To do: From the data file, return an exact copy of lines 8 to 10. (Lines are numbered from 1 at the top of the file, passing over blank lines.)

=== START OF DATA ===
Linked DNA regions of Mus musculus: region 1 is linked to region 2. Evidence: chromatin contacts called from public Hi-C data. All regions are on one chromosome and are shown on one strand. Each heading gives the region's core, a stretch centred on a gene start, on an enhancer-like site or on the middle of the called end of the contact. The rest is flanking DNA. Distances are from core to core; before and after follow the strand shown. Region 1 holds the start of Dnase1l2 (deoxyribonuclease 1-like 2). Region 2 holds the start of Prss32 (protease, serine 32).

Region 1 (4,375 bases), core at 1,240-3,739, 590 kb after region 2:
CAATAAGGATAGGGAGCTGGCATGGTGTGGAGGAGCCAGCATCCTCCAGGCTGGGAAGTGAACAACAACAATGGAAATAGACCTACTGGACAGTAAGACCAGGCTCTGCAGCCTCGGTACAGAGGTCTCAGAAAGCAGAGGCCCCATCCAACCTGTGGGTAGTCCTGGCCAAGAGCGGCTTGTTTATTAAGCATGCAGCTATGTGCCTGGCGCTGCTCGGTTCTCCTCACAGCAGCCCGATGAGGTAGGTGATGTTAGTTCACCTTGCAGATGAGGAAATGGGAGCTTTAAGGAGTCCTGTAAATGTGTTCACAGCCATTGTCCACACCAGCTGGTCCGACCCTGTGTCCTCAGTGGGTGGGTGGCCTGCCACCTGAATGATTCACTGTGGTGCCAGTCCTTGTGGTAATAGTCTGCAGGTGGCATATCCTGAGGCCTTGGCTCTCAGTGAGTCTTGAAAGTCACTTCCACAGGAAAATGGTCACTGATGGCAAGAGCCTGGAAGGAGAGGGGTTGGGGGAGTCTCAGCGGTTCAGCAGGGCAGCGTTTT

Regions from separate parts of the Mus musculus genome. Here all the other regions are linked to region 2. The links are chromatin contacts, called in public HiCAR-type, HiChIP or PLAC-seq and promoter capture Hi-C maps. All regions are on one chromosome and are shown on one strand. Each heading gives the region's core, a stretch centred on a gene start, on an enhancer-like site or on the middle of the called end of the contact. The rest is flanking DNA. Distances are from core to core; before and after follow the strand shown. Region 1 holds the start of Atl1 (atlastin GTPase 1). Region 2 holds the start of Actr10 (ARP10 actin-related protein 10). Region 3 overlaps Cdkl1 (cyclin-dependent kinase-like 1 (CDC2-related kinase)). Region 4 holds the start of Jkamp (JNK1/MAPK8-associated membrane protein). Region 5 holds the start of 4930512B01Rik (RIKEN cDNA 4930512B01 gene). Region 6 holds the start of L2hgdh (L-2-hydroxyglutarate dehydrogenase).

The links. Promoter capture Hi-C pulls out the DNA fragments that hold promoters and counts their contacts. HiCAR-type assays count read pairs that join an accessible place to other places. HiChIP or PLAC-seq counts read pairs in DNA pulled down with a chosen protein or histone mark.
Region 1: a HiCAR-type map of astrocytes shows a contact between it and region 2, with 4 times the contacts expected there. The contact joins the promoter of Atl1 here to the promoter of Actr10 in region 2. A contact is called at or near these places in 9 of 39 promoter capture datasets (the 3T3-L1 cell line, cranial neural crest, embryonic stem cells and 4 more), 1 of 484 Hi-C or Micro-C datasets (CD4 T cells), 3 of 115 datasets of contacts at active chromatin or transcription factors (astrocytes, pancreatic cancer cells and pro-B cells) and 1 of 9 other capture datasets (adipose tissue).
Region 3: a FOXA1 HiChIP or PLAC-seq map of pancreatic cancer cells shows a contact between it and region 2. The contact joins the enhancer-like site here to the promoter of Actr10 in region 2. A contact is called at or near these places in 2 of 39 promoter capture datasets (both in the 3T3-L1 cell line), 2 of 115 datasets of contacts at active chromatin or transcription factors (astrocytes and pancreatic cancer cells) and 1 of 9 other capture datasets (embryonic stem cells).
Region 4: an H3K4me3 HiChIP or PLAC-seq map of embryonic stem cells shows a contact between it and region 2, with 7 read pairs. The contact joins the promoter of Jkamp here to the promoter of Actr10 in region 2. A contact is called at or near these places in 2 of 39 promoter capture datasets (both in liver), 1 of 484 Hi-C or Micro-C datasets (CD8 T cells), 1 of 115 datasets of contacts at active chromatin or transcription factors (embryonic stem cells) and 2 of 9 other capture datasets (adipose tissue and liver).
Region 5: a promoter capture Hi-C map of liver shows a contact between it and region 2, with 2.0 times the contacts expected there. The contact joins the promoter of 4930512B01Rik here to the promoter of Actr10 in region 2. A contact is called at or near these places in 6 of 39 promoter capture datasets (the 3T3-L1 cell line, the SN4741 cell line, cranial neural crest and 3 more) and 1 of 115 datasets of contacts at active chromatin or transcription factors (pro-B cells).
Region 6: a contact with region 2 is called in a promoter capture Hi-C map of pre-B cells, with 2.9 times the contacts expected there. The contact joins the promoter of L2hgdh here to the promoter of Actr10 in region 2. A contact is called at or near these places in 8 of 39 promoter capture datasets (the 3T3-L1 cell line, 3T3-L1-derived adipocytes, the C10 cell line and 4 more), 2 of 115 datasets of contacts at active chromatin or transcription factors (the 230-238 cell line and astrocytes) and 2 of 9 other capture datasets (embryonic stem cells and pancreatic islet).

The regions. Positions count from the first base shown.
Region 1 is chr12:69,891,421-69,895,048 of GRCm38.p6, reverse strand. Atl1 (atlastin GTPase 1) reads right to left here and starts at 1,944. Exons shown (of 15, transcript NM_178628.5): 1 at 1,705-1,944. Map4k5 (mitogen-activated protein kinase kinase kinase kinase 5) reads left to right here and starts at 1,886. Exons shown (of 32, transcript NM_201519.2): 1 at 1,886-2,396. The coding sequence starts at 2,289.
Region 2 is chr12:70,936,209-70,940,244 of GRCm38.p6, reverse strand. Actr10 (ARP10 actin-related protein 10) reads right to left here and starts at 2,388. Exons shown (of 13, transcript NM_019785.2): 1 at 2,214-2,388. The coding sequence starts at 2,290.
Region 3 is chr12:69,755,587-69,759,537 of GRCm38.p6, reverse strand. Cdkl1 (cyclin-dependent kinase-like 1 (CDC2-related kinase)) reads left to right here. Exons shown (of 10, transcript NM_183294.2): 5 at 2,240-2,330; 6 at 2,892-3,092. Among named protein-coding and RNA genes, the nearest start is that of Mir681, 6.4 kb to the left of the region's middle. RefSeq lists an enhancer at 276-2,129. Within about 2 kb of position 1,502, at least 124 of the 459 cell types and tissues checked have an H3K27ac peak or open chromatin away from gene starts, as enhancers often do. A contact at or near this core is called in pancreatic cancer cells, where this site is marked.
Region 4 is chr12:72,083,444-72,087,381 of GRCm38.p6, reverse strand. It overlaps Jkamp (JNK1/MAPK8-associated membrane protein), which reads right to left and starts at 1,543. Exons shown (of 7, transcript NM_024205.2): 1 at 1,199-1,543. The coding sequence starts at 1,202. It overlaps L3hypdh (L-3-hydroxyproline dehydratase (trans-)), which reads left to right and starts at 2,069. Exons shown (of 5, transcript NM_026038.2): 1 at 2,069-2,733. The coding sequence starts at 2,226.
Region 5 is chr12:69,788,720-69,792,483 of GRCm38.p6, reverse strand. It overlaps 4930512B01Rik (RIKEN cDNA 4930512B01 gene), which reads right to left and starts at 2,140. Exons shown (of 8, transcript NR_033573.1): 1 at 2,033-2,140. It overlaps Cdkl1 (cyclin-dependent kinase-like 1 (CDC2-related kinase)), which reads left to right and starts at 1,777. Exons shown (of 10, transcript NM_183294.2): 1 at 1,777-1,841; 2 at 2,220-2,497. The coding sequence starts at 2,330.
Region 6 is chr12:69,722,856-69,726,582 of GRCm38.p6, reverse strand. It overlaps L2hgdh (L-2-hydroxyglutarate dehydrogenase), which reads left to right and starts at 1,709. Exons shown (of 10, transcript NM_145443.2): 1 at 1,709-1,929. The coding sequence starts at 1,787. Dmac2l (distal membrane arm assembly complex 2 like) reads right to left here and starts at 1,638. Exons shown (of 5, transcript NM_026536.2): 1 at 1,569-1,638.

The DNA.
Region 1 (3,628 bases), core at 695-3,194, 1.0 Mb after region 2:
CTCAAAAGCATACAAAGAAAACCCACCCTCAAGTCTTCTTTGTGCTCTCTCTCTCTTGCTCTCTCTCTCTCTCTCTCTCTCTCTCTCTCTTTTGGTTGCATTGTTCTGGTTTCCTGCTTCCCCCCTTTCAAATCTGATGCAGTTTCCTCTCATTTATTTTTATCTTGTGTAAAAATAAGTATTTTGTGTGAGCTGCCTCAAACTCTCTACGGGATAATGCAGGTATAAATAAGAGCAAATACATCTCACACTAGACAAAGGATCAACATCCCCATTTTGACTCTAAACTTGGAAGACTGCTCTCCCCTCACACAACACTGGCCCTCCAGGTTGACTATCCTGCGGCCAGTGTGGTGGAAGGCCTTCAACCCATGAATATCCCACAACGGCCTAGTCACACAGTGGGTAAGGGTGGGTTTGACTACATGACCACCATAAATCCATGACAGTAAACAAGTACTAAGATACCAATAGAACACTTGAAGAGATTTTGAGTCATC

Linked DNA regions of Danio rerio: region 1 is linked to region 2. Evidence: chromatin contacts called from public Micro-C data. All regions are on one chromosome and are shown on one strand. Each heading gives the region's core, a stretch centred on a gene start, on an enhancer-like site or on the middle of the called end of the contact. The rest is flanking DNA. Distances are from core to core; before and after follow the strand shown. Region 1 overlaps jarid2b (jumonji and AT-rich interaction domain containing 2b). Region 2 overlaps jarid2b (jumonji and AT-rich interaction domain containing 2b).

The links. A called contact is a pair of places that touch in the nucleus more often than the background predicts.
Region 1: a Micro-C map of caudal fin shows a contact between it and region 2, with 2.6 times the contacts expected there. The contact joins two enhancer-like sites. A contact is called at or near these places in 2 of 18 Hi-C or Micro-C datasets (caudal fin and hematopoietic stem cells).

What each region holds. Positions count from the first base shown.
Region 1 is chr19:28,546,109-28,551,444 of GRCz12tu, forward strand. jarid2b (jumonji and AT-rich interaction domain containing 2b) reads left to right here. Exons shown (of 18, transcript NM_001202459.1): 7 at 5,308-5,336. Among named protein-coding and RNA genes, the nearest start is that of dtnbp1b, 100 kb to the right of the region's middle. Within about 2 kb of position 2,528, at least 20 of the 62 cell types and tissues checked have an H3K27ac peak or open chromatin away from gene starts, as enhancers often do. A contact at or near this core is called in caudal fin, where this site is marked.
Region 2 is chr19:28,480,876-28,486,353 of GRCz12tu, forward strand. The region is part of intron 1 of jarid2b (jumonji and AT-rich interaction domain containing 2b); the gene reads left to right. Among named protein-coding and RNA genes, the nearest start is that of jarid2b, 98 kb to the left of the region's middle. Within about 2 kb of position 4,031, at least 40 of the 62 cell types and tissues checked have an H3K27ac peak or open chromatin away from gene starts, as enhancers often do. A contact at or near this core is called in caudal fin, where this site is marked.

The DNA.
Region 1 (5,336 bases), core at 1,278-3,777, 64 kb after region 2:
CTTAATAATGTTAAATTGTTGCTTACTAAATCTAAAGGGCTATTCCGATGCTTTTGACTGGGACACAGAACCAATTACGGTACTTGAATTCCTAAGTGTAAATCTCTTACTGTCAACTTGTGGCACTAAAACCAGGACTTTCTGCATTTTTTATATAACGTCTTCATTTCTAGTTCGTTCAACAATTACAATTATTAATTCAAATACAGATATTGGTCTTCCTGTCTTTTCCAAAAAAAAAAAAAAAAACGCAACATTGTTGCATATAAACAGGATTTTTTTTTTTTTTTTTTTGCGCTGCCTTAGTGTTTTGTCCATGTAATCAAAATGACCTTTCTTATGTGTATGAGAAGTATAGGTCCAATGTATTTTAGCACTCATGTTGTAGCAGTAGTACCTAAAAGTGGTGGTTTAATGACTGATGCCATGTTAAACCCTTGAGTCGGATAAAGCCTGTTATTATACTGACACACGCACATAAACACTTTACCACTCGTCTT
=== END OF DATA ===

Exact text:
Region 4: an H3K4me3 HiChIP or PLAC-seq map of embryonic stem cells shows a contact between it and region 2, with 7 read pairs. The contact joins the promoter of Jkamp here to the promoter of Actr10 in region 2. A contact is called at or near these places in 2 of 39 promoter capture datasets (both in liver), 1 of 484 Hi-C or Micro-C datasets (CD8 T cells), 1 of 115 datasets of contacts at active chromatin or transcription factors (embryonic stem cells) and 2 of 9 other capture datasets (adipose tissue and liver).
Region 5: a promoter capture Hi-C map of liver shows a contact between it and region 2, with 2.0 times the contacts expected there. The contact joins the promoter of 4930512B01Rik here to the promoter of Actr10 in region 2. A contact is called at or near these places in 6 of 39 promoter capture datasets (the 3T3-L1 cell line, the SN4741 cell line, cranial neural crest and 3 more) and 1 of 115 datasets of contacts at active chromatin or transcription factors (pro-B cells).
Region 6: a contact with region 2 is called in a promoter capture Hi-C map of pre-B cells, with 2.9 times the contacts expected there. The contact joins the promoter of L2hgdh here to the promoter of Actr10 in region 2. A contact is called at or near these places in 8 of 39 promoter capture datasets (the 3T3-L1 cell line, 3T3-L1-derived adipocytes, the C10 cell line and 4 more), 2 of 115 datasets of contacts at active chromatin or transcription factors (the 230-238 cell line and astrocytes) and 2 of 9 other capture datasets (embryonic stem cells and pancreatic islet).